When a friend of mine admitted she was in a similar situation, I called up my old highschool mentor Traci for some workplace advice. Traci is a global marketing research coordinator for Proctor and Gamble at their headquarters in Cincinnatti. She and I met when I was 16 years old. She was my supervisor at a black Engineering firm in Miami. I was a receptionist and this was my very first job. I don’t really remember what she did, but I knew that was her first job out of college.
When she hired me, I immediately liked her. We became friends of sort. I considered her to be the big sister I never had and we would hang out all of the time. Even when she moved back to her hometown of Cincinnati, I would visit her and keep in touch.
Traci encouraged me and gave me some tips on how to make the most of your time at work. When I told her that I was bored, she said, “Ofcourse you’re bored. You’re smarter than that. You aren’t being challenged. But you have to challenge yourself. If they give you some task to do and it takes you five minutes, do it in ten minutes, take your time. And when you’re done, ask yourself, what could make this better? Do something extra to every task they give you to improve it. This shows initiative.”
She also told me, “If you’re ever sitting there bored, without a clue what to do. Make something up! Find a form and try to recreate it using the different publishing programs on your computer. If you have programs that you don’t know, play around with them until you learn them. And ALWAYS keep a list of questions about the company/your project/the business handy to ask your supervisor if you ever feel like someone is going to ask what you are up to. It shows that you are interested and you want to learn more, even if you don’t.”
As far as dealing with people in the workplace, Traci says, “They all have gray faces. If I allow them to be in color then I risk letting their many erratic emotions affect me. As long as you perform, they will never get rid of you. Look at me. I started at P&G in some little administrative position. I just wanted a little gig so that I could plan my wedding and not be pressured by work. A year later, I was about to quit and they promoted me because they liked how I worked. The year after that I was bored by my new position and I was about to leave and they promoted me again. I’ve gone through 4 bands/levels and its only been 6 years. If you perform beyond their expectations, then they will be impressed.”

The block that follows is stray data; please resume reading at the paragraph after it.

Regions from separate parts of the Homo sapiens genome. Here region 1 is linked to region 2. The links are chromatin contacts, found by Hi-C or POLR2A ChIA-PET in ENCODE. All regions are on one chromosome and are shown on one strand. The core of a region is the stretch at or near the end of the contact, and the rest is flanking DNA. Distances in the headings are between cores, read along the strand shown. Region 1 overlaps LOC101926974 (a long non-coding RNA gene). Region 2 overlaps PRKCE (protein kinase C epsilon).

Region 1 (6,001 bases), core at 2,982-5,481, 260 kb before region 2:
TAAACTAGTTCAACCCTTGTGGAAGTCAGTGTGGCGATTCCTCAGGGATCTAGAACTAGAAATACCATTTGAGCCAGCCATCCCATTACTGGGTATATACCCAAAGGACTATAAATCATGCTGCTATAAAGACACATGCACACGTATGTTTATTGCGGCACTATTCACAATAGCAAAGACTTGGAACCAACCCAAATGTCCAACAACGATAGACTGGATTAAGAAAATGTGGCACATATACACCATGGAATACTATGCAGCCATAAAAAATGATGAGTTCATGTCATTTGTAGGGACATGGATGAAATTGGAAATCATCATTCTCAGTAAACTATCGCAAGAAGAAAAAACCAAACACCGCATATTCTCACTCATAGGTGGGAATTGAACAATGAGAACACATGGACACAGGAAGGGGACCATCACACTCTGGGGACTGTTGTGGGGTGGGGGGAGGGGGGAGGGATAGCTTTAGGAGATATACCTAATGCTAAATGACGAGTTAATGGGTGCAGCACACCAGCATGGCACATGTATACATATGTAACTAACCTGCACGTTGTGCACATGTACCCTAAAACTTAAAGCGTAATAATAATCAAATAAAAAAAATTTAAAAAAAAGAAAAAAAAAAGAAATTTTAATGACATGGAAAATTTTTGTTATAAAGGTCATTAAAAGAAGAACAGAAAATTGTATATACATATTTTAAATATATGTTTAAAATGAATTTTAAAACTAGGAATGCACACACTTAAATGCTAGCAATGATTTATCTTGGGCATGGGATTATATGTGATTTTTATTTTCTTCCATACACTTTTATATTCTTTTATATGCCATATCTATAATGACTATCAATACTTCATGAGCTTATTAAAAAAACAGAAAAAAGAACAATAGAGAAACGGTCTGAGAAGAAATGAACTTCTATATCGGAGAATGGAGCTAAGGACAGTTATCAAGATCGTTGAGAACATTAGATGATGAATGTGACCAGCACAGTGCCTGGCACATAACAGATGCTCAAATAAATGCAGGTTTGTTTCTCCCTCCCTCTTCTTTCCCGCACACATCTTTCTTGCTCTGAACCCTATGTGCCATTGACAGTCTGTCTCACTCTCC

I’m actually starting to get excited because I remember that there is a MS Publishing Program on my computer at work that I drooled over when I saw it. It wasn’t a part of my job description so I never used it before. So today at work, I opened that bad boy up and fell in love.
This is what I went to school for!
I spent all day creating this newsletter called ‘The Assistant.’ I wrote stories about all of the things that I do as a program assistant. It’s actually written for the next person who will take this job when I leave. He, he… Ain’t I slick? I wrote copy, found images, and designed the whole thing. It has 8 stories, graphics and it is 4 pages long. I realized that this is what I would love to be doing.
I would love to be working in communications or media relations. Writing stories, creating newsletters, making presentations, publishing and talking to people.
But until that dream job comes along, I have to make sure that I do a little better on my job. Pray a little harder. Improve my attitude, because my job experience is really what I make it.